As expected, the Illinois House voted overwhelmingly Wednesday to approve a budget that will keep state government operating through July.
The bill, House Bill 3920, now goes to the Senate, which is expected to vote on it Friday, just a day before the current state budget expires, which would leave the state without the legal authority to write checks. Senate President Emil Jones, D-Chicago, agreed to support the bill.
After 45 minutes of political sniping under the guise of debating the bill, the House voted 111-3 to adopt the interim budget.
"If we don't take some action to authorize the comptroller to pay bills, the state will slowly grind to a halt," said Rep. Gary Hannig, D-Litchfield, the House Democrats' chief budget negotiator. "While we have differences on what a final budget should be, these differences should not cause state government to stop."
Essentially, the House took the current state budget and passed it again after making a handful of changes, such as adding money to make higher pension payments that will be required even under a permanent spending plan.
The budget does not include additional money for employee salaries, even though union workers are scheduled to get raises beginning July 1. Hannig said the raises will be honored anyway.
"Under any circumstances, the governor is obligated to pay the contract he entered into on behalf of the state," Hannig said. "We think for this one month, he'll be able to make the payments to his employees as provided for in the contract."
The budget contains no money for school aid payments, but Hannig said the state does not make those payments to schools in July anyway. If the current budget impasse continues beyond the end of the month, schools could begin feeling the pinch, a fact not lost on Republicans.
"The pressure point is in August," said Rep. Bill Black, R-Danville. "If you don't come up with that (permanent) budget by the end of July, how will you make payments to schools? You endanger a shutdown of the Illinois public education system."
Most of the debate on the spending bill involved Republicans complaining about the performance of Democrats who control both the House and Senate and the governor's office.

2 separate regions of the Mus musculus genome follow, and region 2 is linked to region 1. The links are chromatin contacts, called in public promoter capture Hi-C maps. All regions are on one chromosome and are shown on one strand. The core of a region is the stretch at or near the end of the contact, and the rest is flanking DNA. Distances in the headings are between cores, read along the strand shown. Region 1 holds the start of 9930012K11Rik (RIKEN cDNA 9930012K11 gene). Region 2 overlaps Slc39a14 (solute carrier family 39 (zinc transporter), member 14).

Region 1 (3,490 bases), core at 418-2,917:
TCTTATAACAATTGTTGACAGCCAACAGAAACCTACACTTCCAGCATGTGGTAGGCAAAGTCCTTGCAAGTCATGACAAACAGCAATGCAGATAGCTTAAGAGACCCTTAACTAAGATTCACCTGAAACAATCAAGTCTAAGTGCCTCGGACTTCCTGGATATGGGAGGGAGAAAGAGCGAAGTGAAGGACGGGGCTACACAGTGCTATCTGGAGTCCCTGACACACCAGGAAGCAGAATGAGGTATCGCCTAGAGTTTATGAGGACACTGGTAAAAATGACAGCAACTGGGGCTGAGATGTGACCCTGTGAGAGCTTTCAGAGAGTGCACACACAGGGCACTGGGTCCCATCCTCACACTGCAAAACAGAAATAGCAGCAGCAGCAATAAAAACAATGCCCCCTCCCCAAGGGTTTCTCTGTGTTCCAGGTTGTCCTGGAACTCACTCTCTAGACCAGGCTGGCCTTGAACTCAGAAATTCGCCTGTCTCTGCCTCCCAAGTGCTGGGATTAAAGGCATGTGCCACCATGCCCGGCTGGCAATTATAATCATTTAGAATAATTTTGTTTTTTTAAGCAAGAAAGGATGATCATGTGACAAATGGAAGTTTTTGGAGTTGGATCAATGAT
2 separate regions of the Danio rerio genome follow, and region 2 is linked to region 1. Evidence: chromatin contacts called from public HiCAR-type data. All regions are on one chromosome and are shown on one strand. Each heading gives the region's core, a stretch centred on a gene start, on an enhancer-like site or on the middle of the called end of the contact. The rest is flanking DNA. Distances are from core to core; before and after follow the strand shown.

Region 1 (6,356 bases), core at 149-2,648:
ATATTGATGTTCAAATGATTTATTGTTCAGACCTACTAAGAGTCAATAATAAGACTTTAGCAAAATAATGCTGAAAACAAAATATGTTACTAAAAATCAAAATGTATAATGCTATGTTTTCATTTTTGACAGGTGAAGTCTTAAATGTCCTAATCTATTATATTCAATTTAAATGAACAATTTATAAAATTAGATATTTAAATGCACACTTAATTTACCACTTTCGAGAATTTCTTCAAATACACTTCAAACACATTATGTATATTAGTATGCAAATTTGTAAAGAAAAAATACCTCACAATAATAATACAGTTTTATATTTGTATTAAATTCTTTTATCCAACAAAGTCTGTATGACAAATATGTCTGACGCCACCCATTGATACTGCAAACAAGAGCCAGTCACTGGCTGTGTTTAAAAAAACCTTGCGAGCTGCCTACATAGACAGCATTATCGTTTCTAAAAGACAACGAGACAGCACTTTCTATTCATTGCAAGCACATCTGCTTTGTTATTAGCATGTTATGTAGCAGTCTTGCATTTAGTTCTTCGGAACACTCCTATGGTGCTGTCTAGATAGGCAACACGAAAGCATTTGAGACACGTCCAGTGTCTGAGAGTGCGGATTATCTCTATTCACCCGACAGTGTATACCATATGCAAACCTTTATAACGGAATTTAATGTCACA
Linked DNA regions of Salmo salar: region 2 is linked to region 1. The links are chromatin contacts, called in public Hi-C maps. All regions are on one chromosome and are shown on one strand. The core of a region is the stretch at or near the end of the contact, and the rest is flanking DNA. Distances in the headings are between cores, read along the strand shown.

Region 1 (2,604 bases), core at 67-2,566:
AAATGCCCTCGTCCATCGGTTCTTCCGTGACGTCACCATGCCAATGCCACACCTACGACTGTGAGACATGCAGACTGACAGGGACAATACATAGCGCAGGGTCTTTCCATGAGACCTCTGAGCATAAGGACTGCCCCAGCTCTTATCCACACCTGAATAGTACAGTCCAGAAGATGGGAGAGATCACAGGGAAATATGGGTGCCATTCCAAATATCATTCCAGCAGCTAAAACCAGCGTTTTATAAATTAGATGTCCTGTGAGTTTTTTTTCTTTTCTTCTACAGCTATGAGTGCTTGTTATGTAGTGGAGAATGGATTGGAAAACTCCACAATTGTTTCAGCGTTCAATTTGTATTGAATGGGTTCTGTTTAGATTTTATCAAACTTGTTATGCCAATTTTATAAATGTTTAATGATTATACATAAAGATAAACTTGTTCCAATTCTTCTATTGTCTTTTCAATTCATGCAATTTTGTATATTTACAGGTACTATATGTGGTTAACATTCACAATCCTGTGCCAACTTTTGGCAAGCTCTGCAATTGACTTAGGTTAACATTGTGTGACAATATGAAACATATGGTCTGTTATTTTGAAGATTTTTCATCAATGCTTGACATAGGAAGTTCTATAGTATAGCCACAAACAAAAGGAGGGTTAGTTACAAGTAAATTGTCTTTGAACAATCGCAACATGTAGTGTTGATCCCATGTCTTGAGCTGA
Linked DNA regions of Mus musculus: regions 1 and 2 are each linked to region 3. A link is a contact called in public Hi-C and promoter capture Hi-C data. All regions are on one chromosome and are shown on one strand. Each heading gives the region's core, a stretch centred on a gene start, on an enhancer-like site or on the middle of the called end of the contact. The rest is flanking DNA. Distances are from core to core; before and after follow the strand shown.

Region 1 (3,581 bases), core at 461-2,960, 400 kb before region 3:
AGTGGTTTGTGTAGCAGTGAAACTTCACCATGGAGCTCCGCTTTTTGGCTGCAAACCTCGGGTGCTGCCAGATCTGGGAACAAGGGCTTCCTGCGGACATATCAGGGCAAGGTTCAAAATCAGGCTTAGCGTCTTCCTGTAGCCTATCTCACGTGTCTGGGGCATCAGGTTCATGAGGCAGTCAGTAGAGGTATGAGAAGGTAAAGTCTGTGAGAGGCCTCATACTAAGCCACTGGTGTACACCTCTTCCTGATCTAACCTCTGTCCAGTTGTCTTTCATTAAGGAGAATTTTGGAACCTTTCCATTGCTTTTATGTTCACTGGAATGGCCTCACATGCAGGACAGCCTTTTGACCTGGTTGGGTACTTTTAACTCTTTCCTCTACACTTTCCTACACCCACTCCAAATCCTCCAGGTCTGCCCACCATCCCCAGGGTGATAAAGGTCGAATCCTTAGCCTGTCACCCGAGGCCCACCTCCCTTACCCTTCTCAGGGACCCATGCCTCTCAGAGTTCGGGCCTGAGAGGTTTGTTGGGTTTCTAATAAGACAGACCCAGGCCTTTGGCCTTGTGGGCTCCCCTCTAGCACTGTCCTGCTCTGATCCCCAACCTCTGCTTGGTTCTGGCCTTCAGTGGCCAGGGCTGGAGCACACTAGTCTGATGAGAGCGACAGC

"It's you on the other side who have touted the fact you are in charge and you were not able to get a budget passed," said House Minority Leader Tom Cross, R-Oswego. "All of you are responsible for the failure of not passing a budget on time. You are causing gridlock potentially in this state. You should be ashamed of that."
Only one Democrat, Rep. Jack Franks of Woodstock, voted against the bill.
"It takes away a real sense of urgency to get (a permanent budget)," Franks said. "We could be doing this through December. We should have a showdown here and now."
Black warned that Democrats shouldn't count on Republican votes to keep government operating month-to-month after July.
"We will extend our votes this evening for an emergency July budget," Black said. "I wouldn't count on that for August."
The emergency budget is needed because Gov. Rod Blagojevich and the four legislative leaders have been unable to agree on a full-year spending plan. Blagojevich and Jones want to spend more than Cross, House Speaker Michael Madigan, D-Chicago and Senate Minority Leader Frank Watson, R-Greenville.
"We don't have billions of (new) dollars to spend,' Cross said. "People don't want us to raise taxes. We need to accept the fact we don't have any more money."